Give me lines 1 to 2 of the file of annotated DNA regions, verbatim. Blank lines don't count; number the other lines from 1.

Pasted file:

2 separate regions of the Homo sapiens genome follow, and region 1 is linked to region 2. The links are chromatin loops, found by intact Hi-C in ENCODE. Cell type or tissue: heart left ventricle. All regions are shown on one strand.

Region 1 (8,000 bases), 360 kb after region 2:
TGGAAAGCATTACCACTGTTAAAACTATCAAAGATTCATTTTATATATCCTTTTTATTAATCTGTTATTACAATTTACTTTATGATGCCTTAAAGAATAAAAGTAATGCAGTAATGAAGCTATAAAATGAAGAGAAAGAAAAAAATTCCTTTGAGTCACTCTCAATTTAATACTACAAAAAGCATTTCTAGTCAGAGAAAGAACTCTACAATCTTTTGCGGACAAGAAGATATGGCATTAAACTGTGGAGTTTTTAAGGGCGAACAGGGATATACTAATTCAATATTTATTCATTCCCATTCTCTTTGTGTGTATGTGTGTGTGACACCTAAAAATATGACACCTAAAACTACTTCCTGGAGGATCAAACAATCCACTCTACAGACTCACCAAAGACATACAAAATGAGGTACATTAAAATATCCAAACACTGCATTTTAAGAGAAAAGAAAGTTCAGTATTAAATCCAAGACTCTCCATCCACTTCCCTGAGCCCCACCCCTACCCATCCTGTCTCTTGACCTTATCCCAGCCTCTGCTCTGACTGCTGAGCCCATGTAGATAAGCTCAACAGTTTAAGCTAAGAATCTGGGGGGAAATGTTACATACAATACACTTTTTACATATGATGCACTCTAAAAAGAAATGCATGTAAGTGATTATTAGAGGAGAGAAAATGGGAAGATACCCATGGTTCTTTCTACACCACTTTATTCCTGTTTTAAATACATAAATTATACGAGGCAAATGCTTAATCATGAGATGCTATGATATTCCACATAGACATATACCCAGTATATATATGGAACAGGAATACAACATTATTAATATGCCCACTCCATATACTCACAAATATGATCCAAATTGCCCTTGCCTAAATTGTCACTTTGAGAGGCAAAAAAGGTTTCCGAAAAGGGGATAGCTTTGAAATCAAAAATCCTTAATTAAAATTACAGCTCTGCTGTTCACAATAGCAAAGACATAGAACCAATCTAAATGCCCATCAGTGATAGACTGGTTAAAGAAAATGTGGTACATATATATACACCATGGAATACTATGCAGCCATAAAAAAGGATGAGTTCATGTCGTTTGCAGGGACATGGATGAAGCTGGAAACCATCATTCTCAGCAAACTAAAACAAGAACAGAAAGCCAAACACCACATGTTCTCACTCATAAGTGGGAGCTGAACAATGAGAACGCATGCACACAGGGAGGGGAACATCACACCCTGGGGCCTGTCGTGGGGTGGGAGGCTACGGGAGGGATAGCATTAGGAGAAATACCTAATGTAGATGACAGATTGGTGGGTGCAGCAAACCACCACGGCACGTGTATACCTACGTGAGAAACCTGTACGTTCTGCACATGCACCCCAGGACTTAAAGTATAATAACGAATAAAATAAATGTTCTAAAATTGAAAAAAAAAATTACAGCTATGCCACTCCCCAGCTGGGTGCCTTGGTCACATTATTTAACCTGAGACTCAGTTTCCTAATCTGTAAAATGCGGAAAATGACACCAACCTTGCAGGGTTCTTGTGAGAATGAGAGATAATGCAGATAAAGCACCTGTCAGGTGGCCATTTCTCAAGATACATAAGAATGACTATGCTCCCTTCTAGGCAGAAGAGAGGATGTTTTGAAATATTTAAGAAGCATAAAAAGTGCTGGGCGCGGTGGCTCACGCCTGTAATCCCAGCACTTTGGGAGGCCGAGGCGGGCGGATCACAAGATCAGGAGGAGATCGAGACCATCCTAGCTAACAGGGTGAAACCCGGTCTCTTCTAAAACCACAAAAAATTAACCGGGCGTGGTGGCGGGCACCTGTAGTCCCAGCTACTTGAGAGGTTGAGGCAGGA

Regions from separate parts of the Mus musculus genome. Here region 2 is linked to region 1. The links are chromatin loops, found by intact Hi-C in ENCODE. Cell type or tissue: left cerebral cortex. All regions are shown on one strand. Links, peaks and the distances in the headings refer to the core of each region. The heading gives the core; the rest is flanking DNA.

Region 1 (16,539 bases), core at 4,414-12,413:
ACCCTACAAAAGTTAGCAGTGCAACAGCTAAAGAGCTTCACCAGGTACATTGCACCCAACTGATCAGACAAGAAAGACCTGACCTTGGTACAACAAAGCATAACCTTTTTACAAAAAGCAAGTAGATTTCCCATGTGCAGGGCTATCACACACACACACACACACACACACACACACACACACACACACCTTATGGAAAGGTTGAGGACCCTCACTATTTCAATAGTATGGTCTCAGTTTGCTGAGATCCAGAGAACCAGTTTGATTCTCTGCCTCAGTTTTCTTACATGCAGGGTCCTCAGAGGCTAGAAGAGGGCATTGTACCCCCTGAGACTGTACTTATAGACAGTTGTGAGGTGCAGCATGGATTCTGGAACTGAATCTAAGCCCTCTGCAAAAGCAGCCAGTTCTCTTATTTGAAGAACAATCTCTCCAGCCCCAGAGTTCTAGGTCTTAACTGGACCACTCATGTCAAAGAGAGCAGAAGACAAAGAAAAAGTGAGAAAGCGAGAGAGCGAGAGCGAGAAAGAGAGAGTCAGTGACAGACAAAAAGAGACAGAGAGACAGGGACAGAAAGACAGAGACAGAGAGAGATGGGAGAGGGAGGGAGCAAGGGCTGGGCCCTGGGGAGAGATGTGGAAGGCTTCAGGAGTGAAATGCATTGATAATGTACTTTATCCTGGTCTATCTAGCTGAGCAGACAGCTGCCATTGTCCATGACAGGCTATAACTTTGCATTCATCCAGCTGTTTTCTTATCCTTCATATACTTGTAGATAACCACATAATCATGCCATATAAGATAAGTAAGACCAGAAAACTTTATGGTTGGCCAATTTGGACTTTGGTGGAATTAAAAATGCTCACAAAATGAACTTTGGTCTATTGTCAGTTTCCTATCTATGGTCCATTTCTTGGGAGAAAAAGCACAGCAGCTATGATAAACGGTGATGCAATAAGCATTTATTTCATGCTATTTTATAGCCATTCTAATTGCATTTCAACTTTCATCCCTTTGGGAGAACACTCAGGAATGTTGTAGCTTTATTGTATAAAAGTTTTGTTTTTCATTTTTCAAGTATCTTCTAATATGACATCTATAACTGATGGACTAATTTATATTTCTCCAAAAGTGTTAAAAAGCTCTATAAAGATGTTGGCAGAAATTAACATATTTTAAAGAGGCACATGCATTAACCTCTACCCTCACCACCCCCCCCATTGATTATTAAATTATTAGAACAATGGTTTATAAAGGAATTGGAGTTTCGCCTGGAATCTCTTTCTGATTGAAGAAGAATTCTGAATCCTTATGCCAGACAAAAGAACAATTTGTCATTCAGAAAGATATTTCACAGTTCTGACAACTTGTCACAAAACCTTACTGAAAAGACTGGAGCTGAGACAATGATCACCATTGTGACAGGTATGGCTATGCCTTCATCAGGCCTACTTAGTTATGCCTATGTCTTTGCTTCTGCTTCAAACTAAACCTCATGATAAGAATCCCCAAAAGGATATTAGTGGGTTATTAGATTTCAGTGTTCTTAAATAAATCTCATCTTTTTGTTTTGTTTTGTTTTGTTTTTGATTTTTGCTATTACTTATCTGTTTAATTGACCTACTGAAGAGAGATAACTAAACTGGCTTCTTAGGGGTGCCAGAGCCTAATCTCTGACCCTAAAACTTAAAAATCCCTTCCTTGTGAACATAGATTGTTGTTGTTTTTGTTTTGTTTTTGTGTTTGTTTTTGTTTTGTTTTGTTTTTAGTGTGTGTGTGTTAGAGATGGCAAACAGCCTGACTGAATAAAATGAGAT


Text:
2 separate regions of the Homo sapiens genome follow, and region 1 is linked to region 2. The links are chromatin loops, found by intact Hi-C in ENCODE. Cell type or tissue: heart left ventricle. All regions are shown on one strand.

Region 1 (8,000 bases), 360 kb after region 2: